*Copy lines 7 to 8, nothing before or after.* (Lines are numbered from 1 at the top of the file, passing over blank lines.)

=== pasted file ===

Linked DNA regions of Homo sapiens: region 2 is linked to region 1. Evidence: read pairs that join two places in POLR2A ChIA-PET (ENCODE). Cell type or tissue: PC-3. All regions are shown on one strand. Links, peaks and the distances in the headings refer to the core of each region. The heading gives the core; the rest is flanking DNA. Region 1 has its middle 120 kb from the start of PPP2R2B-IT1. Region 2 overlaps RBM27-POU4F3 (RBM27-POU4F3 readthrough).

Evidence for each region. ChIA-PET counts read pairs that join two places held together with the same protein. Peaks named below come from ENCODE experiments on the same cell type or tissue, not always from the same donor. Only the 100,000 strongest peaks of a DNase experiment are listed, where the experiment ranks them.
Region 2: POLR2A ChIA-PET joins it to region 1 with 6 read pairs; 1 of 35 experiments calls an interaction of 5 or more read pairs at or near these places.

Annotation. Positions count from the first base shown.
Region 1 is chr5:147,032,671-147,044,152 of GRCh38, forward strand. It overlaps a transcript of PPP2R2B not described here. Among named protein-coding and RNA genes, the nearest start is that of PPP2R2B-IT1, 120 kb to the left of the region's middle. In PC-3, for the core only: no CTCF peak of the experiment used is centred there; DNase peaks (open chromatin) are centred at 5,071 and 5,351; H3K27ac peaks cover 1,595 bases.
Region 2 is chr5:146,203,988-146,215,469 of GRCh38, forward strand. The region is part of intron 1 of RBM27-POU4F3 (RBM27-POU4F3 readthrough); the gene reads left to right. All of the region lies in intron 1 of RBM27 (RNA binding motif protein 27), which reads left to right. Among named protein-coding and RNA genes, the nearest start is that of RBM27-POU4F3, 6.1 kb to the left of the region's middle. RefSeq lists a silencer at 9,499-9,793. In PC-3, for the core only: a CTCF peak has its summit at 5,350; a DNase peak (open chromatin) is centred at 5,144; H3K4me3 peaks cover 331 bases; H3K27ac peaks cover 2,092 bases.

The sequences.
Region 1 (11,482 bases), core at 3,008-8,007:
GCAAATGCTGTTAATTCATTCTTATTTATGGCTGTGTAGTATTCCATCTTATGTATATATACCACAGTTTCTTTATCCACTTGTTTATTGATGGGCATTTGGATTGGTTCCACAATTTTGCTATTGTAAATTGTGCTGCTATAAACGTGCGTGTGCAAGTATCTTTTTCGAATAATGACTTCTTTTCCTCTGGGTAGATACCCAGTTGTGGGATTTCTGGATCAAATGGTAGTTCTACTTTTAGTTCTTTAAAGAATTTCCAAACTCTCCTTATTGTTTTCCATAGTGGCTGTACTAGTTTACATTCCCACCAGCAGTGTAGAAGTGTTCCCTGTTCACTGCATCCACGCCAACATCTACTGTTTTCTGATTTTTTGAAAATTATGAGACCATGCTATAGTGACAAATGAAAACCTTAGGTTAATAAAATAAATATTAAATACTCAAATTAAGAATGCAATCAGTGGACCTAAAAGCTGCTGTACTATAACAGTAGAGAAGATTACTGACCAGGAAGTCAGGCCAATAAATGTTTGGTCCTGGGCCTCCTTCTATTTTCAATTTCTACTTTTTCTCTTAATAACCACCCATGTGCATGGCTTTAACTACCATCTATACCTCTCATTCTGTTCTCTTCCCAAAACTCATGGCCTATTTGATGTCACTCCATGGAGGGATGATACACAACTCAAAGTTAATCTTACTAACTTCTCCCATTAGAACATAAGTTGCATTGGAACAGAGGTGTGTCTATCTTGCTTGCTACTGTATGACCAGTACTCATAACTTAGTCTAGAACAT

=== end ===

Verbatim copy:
The sequences.
Region 1 (11,482 bases), core at 3,008-8,007: